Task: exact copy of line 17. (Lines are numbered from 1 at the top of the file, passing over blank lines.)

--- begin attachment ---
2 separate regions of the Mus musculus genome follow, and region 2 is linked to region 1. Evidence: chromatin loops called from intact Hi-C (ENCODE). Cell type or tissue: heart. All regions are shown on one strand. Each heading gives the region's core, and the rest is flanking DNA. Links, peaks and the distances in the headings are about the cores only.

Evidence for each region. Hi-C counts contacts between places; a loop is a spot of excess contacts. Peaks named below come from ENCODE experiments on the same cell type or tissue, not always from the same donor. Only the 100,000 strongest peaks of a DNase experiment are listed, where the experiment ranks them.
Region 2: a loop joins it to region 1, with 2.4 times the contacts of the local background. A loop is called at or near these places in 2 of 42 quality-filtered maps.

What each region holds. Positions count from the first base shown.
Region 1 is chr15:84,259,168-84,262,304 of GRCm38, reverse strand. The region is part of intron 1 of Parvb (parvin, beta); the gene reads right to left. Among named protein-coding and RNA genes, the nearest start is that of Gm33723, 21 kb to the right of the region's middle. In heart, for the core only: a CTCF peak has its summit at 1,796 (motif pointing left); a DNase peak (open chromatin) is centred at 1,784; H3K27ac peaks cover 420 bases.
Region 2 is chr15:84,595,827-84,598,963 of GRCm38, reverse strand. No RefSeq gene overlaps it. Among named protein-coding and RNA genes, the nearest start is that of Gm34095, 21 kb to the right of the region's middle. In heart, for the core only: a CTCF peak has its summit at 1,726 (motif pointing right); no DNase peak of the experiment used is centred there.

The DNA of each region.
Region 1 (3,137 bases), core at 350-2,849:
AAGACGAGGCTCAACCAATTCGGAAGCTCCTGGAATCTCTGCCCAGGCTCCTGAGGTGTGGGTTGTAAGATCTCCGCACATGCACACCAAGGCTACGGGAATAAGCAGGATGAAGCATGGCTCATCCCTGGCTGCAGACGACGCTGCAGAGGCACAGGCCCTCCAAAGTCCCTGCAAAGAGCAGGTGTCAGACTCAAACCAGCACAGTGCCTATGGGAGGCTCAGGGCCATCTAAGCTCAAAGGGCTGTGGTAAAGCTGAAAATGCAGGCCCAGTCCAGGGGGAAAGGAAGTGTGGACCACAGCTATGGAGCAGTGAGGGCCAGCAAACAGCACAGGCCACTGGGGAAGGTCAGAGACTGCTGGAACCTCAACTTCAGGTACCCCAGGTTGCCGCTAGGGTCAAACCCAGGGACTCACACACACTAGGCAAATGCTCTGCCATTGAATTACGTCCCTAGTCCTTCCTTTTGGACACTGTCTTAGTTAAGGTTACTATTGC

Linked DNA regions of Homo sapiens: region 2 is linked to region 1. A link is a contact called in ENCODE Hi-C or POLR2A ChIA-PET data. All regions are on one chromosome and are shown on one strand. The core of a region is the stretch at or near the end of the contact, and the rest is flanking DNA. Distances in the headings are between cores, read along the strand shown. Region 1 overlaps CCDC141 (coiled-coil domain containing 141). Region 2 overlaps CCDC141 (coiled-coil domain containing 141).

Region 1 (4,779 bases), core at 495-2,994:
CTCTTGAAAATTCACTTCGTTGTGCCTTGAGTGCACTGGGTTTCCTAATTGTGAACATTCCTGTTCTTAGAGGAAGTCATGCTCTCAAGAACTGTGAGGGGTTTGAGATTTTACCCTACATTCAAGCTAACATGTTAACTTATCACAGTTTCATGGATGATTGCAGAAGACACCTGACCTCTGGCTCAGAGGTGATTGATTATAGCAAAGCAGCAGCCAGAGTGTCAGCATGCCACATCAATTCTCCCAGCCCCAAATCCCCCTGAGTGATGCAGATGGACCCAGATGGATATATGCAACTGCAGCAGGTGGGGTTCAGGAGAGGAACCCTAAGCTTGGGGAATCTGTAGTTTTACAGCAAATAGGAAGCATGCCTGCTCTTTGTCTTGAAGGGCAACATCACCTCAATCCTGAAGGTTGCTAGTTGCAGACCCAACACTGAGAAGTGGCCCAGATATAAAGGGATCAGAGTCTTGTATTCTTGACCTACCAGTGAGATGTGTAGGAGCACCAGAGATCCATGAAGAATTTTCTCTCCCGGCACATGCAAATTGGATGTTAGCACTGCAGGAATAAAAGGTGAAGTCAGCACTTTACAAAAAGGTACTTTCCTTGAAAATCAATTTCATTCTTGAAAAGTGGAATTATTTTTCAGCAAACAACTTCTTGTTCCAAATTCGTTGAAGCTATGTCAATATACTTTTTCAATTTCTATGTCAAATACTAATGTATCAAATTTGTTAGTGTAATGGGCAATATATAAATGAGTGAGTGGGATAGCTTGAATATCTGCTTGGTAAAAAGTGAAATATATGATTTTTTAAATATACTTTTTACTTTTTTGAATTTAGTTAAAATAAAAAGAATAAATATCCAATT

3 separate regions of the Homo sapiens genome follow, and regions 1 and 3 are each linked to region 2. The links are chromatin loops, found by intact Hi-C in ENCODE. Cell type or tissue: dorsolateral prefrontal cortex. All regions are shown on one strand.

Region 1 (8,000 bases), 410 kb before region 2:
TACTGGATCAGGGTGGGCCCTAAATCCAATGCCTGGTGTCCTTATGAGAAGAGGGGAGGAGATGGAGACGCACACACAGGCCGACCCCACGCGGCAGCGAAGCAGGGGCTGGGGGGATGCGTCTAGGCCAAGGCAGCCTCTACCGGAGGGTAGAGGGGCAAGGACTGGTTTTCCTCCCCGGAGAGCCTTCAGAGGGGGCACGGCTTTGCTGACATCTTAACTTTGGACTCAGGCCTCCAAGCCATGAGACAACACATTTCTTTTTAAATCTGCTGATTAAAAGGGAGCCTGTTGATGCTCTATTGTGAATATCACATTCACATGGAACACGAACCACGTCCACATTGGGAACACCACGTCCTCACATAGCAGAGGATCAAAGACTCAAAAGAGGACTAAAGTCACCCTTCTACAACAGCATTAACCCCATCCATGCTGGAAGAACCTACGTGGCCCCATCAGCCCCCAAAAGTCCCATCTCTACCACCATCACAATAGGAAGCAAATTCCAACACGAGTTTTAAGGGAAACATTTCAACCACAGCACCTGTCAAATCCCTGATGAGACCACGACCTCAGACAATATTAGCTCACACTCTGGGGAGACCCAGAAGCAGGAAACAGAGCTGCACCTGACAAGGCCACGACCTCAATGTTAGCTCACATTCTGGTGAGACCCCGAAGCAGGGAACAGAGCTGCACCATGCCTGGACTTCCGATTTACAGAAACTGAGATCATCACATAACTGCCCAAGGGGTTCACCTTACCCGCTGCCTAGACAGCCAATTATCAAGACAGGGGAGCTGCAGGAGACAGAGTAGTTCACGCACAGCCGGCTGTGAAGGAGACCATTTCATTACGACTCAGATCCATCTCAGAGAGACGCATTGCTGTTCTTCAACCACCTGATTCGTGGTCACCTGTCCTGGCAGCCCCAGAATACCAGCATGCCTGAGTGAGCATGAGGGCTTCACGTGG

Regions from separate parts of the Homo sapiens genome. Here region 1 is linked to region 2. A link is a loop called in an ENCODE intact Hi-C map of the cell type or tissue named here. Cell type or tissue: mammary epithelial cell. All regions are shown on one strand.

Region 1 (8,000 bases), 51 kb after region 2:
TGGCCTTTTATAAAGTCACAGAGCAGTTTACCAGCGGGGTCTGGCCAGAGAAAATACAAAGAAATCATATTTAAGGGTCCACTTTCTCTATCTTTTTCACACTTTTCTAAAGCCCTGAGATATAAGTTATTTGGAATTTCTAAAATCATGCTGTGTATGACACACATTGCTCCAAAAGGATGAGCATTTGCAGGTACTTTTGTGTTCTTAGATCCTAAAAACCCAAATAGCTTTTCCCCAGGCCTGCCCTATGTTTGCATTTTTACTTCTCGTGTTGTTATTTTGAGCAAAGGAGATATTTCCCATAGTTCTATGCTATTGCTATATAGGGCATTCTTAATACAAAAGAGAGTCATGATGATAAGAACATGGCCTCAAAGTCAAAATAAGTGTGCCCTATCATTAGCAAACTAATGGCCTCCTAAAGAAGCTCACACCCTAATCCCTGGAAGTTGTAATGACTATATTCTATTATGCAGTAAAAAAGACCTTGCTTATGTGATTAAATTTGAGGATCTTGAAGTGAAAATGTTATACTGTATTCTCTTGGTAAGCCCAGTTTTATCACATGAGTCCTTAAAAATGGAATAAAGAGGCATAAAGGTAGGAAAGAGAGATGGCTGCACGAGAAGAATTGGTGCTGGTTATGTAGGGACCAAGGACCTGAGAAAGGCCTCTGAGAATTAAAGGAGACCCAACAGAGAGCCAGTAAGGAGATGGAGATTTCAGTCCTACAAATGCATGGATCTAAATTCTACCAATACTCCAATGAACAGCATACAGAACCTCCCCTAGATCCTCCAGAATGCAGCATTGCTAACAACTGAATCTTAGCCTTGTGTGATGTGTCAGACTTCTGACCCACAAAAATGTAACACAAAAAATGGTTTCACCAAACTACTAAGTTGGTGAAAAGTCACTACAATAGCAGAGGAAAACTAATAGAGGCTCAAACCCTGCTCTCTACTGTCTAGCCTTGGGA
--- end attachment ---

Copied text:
Region 1 (8,000 bases), 51 kb after region 2: